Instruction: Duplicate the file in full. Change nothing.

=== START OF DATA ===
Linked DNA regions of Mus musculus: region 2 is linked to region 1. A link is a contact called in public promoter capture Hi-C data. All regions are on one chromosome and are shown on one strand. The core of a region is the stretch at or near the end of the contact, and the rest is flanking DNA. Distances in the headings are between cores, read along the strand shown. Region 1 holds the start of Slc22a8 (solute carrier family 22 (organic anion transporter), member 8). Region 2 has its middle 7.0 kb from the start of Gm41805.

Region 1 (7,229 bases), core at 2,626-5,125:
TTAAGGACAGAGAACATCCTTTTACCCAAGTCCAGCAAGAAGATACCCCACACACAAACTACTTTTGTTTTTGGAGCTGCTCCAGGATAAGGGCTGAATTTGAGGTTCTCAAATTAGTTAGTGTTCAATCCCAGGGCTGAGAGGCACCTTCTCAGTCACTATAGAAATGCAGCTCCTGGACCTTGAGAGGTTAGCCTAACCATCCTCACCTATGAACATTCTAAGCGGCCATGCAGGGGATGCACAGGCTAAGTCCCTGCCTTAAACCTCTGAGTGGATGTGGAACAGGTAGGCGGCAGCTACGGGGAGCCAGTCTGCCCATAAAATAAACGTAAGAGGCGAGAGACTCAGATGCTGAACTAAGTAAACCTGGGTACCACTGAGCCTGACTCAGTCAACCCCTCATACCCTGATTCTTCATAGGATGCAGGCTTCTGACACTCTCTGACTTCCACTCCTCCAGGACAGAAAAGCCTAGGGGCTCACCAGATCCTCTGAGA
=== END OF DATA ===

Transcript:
Linked DNA regions of Mus musculus: region 2 is linked to region 1. A link is a contact called in public promoter capture Hi-C data. All regions are on one chromosome and are shown on one strand. The core of a region is the stretch at or near the end of the contact, and the rest is flanking DNA. Distances in the headings are between cores, read along the strand shown. Region 1 holds the start of Slc22a8 (solute carrier family 22 (organic anion transporter), member 8). Region 2 has its middle 7.0 kb from the start of Gm41805.

Region 1 (7,229 bases), core at 2,626-5,125:
TTAAGGACAGAGAACATCCTTTTACCCAAGTCCAGCAAGAAGATACCCCACACACAAACTACTTTTGTTTTTGGAGCTGCTCCAGGATAAGGGCTGAATTTGAGGTTCTCAAATTAGTTAGTGTTCAATCCCAGGGCTGAGAGGCACCTTCTCAGTCACTATAGAAATGCAGCTCCTGGACCTTGAGAGGTTAGCCTAACCATCCTCACCTATGAACATTCTAAGCGGCCATGCAGGGGATGCACAGGCTAAGTCCCTGCCTTAAACCTCTGAGTGGATGTGGAACAGGTAGGCGGCAGCTACGGGGAGCCAGTCTGCCCATAAAATAAACGTAAGAGGCGAGAGACTCAGATGCTGAACTAAGTAAACCTGGGTACCACTGAGCCTGACTCAGTCAACCCCTCATACCCTGATTCTTCATAGGATGCAGGCTTCTGACACTCTCTGACTTCCACTCCTCCAGGACAGAAAAGCCTAGGGGCTCACCAGATCCTCTGAGA